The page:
Big Brothers Big Sisters offers guidance to local youth
Next up on the United Way tour, we talked to Jenny Miner of Big Brothers Big Sisters of Berrien and Cass, located at 19 S. 18th St., Niles. The organization is part of the national Big Brothers Big Sisters of America, which works to provide one-on-one relationships between area youth and adults in order to mentor and provide companionship for the youth.
Around this time of year, the office of Big Brothers Big Sisters of Berrien and Cass is filled with gifts. Toy trucks, walkie talkies and Spiderman figurines fill the plush chairs in the office’s lobby, while pink dolls set litter the ground in front of them.
“Sorry about the mess,” said BBBS executive director Jenny Miner as she welcomes guests from the United Way of Southwest Michigan in for a tour. “We are gearing up for our big holiday party.”
Earlier this month, BBBS invited the United Way to its office to showcase what the BBBS does in the community and how donor dollars can be used to help the children of Berrien and Cass counties.
Many of the children who are helped through BBBS come from low income, single parent homes, have an incarcerated parent or have parents with mental health issues, which is why the organization hosts a holiday party every year and gets the children presents, Miner said.
“With a parent kind of out of the picture or with a parent that needs help, [kids] need someone else to come into the home and stabilize them,” Miner said. “We want to be sure that during the holidays kids can still experience that miracle of the holiday season. We want these kids to experience the miracles that we sometimes take for granted.”
However, BBBS works with children year-round, not just during the holidays.
The program works by partnering a local child, aged 6 to 18, with a stable, qualified adult mentor to spend time with them and guide them. Because they will be in a one-on-relationship with a child, each volunteer goes through a major vetting process including a criminal background check.
In 2016 alone, BBBS helped more than 150 children from Cass and Berrien counties by partnering them with a “big brother” or “big sister.” In 2018, BBBS will expand to serve St. Joseph county.
“It’s a time commitment [for the adult volunteers], but it’s a fun one,” Miner said. “They might take [the child] to a movie or go roller skating or even just hang out at the child’s house. … It’s important for kids to have an adult that cares for them.”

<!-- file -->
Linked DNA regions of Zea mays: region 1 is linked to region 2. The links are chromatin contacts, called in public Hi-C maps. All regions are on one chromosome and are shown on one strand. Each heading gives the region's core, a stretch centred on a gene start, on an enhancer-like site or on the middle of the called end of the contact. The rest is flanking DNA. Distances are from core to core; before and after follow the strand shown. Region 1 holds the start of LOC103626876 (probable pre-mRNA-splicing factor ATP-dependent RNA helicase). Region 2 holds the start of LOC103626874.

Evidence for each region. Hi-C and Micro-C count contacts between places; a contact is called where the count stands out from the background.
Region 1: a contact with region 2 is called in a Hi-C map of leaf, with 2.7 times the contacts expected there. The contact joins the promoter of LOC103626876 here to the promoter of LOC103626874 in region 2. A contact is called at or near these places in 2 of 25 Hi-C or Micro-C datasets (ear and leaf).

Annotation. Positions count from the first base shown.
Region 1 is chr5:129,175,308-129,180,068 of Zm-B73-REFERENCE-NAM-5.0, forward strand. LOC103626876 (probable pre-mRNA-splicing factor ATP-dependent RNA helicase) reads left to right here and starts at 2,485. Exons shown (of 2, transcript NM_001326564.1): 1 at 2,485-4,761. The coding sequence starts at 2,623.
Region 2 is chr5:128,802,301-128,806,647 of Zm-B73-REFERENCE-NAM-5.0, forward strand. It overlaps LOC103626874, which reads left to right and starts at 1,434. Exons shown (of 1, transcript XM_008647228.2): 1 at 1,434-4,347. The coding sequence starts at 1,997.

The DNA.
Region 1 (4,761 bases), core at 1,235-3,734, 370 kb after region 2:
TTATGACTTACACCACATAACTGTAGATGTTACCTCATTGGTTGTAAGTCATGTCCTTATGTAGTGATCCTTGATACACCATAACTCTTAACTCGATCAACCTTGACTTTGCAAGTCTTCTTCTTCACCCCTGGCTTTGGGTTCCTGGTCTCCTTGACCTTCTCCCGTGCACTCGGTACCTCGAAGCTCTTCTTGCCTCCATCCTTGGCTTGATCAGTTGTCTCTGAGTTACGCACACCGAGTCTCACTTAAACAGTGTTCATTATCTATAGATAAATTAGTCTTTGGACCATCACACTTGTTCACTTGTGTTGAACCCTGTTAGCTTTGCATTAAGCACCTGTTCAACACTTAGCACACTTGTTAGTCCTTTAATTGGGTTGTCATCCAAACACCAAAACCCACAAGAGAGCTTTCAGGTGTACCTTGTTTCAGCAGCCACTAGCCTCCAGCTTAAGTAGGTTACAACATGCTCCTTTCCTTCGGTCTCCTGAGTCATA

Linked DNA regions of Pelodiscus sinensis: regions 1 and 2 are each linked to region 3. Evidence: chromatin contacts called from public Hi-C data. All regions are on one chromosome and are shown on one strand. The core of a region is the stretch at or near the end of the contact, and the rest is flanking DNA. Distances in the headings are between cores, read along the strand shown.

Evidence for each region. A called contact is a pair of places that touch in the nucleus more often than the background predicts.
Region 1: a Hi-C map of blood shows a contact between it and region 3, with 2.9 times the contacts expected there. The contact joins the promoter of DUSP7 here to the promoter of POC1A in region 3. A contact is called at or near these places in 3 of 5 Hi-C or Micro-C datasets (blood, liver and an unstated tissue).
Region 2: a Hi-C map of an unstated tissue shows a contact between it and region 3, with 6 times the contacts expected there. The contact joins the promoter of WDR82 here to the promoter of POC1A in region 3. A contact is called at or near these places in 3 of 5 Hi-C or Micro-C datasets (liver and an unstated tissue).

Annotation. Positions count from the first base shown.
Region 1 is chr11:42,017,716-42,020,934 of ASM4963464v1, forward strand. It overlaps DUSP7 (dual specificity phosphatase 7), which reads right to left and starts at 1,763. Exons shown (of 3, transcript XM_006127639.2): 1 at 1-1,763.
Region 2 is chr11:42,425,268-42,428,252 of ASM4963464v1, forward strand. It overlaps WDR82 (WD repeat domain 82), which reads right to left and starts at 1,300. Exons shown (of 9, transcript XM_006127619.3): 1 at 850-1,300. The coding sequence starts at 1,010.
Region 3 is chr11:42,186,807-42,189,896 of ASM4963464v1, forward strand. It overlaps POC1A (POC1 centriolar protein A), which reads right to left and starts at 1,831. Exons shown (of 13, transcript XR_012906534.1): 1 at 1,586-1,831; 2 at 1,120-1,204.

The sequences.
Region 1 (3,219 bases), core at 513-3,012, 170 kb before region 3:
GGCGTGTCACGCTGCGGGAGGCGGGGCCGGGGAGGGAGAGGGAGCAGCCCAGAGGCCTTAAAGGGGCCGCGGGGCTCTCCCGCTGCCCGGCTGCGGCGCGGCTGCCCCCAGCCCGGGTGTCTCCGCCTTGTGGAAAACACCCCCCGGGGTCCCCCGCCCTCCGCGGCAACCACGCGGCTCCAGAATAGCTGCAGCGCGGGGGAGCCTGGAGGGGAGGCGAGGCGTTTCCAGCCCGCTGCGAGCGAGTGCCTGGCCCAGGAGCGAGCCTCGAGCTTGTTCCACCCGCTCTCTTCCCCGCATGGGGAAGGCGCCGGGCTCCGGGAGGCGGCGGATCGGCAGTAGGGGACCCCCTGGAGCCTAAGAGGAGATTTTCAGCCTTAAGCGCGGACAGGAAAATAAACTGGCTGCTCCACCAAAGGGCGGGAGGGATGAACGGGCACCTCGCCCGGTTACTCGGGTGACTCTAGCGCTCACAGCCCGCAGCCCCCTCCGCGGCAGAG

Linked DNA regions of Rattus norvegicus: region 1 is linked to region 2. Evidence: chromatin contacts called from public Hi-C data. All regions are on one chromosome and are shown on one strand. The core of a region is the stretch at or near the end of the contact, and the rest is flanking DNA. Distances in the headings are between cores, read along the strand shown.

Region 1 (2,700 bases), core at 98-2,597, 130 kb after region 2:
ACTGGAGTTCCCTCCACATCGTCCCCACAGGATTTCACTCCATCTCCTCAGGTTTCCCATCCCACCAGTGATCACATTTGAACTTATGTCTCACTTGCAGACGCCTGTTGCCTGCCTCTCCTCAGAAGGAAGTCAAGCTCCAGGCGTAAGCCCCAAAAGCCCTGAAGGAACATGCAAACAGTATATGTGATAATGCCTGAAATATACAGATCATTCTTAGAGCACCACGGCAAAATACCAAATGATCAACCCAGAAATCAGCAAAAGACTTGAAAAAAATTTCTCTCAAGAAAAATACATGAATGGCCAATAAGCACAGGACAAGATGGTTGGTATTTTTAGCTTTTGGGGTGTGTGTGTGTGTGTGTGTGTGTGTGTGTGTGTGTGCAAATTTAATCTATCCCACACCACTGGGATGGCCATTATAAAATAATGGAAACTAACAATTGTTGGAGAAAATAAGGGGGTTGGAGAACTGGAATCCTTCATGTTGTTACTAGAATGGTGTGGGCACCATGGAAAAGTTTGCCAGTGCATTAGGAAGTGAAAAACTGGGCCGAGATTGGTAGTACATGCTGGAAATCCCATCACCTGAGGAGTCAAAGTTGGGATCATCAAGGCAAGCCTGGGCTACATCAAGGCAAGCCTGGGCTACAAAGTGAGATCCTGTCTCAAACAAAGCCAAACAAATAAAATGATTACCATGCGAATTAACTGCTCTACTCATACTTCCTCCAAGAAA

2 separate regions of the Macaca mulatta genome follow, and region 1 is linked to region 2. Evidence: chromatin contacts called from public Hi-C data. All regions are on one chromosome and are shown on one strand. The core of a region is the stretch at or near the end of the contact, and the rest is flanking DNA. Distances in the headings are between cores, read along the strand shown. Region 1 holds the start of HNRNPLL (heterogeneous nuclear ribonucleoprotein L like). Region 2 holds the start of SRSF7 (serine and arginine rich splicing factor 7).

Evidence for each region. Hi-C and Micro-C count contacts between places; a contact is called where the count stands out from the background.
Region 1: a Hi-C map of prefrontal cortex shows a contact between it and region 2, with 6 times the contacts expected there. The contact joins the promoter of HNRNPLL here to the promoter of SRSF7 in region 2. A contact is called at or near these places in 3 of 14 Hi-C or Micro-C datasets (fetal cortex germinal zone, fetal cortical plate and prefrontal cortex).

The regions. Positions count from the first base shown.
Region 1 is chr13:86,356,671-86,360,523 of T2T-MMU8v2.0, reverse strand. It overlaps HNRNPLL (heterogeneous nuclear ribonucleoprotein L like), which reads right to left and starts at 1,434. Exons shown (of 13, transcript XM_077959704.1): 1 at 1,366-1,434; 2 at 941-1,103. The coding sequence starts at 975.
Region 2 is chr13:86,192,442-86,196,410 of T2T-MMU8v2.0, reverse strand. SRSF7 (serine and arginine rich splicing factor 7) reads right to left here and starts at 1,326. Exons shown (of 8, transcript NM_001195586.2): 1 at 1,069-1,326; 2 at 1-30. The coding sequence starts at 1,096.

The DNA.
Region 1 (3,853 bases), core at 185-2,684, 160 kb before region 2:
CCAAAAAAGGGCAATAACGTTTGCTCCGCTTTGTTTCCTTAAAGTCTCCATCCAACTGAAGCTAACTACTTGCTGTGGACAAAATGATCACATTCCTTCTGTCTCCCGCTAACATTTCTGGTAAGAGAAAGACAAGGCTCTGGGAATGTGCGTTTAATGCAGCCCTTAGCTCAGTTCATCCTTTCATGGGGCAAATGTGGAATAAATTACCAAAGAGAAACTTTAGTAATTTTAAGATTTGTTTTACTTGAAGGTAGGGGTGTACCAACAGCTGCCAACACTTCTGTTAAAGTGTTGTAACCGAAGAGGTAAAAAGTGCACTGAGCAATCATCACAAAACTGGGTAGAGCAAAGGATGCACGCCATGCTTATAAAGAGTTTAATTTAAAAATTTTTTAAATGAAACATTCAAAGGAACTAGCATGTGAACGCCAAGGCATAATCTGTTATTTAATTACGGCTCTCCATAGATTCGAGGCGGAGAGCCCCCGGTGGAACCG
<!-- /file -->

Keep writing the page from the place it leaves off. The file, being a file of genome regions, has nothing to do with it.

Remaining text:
Another, less time-consuming program, that people can take part in via BBBS is called Lunch Buddies. With this program, people have lunch with their little once a week, during which they work toward goals set forth by BBBS.
“It’s a really great way to get started with Big Brothers Big Sisters,” Miner said.
BBBS is a program that Miner said she truly believes in. Her experience with her own little is something that has changed her life as much as it has changed the life of her little, Miner said.
“She’s met my family and my daughters. … She is part of my family,” Miner said of her little. “The more time I spend in the program, the more it’s reinforced for me why I’m [working for BBBS].”
Miner said that BBBS would not be able to do what they do without the support of local organizations, the United Way, in particular. Currently, BBBS receives 30 percent of its funding from the United Way and 20 percent from individual supporters. The remainder for BBBS’ funding comes from annual fundraising events.
Without United Way funding, BBBS would only be able to serve 50 children a year, Miner said.
The funding from United Way is important because it allows BBBS to continue to help area children and provide them with an experience and relationship that will change their lives, Miner said.
“This is an incredible program that does incredible things on the individual level,” Miner said. “Kids need that adult relationship, and we are so happy to be able to continue to provide that for them.”
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